The novel tells two stories concurrently – the first of a human experiencing a robot world and the second of a robot in an organic world.
It is hosted on the Jameson Works website (the project is funded by the whiskey brand) and the viewer can flip between the two parallel stories as they choose.
While Dovier created the visuals – which he says are inspired by retro pixel-art and Japanese Manga – Wild Beasts worked on the music.
The band remixed two tracks – Soft Future and Blood Knowledge – adapting them so that they would run alongside the visuals.
The original tracks inspired the GIF stories and the tracks were then adapted to fit in with the visuals. The band say: “ Although these tracks never made the original record, they were massively integral to it and we’re so pleased we’ve managed to use them in this way.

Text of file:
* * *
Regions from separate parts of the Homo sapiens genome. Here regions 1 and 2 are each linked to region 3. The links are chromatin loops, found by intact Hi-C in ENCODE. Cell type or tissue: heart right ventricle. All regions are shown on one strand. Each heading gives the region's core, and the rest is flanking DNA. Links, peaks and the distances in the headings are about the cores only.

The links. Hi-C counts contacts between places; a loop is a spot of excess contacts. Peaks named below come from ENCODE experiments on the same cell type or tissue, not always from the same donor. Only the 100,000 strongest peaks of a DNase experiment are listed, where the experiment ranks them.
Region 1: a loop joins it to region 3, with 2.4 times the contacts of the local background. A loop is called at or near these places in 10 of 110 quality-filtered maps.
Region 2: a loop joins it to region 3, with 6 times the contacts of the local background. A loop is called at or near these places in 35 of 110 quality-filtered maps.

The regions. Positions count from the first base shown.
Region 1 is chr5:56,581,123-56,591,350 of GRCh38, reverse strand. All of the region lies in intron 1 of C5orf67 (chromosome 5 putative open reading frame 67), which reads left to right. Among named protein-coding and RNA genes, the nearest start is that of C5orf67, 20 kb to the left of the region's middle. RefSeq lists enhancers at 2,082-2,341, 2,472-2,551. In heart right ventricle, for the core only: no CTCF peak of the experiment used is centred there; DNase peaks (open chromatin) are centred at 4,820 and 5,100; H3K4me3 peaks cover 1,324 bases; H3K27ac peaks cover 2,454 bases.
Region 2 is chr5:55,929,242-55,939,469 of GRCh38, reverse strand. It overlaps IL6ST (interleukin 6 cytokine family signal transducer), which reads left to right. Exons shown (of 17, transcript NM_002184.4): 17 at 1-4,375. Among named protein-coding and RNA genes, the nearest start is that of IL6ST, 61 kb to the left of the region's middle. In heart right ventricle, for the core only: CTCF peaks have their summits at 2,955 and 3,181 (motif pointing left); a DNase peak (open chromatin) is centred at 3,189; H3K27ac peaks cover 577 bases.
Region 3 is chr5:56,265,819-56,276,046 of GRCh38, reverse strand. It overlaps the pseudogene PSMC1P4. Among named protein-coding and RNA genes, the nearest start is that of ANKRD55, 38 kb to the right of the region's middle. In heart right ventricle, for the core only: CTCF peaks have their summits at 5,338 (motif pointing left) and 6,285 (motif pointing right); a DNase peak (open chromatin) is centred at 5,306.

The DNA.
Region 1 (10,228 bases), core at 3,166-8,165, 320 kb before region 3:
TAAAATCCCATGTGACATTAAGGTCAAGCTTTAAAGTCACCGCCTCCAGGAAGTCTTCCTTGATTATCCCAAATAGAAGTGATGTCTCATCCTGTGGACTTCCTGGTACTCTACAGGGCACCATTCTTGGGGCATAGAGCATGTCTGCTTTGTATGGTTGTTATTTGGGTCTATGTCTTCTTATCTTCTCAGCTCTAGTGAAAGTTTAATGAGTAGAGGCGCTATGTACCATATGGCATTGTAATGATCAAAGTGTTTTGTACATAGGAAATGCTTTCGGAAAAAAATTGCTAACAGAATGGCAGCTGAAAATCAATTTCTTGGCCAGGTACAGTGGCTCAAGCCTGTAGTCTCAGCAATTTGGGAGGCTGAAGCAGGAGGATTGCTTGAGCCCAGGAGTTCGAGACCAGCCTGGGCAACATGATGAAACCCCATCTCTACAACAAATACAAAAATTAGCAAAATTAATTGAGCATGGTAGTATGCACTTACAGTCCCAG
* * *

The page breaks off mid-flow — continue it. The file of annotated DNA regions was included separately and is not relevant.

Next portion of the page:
“It’s allowed us to rediscover the tracks, take them apart and put them back together again. The whole project has been a very important experiment for us and hopefully for Mattis too.”
Wild Beasts guitarist and singer Tom Fleming adds: “I’m hoping we’ve found a new way to put music and images together that is neither a feature film nor a music video nor a strict soundtrack. It’s hopefully something that is a bit more up-to-date with how musicians work and how illustrators work these days – and how music is consumed and how visuals are consumed.”
You can experience the novel at wildbeasts.thejamesonworks.com.